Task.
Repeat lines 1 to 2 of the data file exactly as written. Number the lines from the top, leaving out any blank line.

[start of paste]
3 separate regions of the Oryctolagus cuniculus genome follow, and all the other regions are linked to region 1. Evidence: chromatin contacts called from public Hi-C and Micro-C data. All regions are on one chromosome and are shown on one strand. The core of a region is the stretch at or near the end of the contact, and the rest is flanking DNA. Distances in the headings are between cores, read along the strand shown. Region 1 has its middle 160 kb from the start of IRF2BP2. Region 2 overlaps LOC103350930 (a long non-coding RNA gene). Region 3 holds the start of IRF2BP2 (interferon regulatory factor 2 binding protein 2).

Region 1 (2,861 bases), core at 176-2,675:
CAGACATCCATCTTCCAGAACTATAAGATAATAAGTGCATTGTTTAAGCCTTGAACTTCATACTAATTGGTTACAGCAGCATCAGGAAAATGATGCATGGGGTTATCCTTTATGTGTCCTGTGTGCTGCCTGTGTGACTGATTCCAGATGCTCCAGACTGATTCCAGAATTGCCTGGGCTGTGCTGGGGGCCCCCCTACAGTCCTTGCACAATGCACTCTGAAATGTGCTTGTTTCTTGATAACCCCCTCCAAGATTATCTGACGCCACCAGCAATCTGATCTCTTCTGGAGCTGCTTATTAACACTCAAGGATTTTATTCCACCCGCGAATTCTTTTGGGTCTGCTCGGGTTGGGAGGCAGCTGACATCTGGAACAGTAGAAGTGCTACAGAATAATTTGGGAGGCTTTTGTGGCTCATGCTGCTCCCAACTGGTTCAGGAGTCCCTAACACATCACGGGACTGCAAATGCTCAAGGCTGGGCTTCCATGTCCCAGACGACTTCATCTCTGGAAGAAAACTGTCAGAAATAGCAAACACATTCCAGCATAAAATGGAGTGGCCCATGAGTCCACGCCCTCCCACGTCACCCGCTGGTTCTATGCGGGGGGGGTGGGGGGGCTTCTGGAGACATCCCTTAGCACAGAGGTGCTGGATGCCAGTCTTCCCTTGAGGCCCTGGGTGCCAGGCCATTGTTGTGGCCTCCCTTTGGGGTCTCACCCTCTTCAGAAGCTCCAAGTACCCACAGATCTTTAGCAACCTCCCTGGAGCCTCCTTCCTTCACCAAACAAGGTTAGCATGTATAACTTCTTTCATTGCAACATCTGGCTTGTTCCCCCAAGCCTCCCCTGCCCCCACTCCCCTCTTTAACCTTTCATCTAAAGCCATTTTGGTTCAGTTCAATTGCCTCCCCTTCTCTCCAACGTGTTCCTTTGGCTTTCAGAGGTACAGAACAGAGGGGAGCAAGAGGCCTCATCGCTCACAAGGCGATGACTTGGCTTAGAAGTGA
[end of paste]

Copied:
3 separate regions of the Oryctolagus cuniculus genome follow, and all the other regions are linked to region 1. Evidence: chromatin contacts called from public Hi-C and Micro-C data. All regions are on one chromosome and are shown on one strand. The core of a region is the stretch at or near the end of the contact, and the rest is flanking DNA. Distances in the headings are between cores, read along the strand shown. Region 1 has its middle 160 kb from the start of IRF2BP2. Region 2 overlaps LOC103350930 (a long non-coding RNA gene). Region 3 holds the start of IRF2BP2 (interferon regulatory factor 2 binding protein 2).

Region 1 (2,861 bases), core at 176-2,675: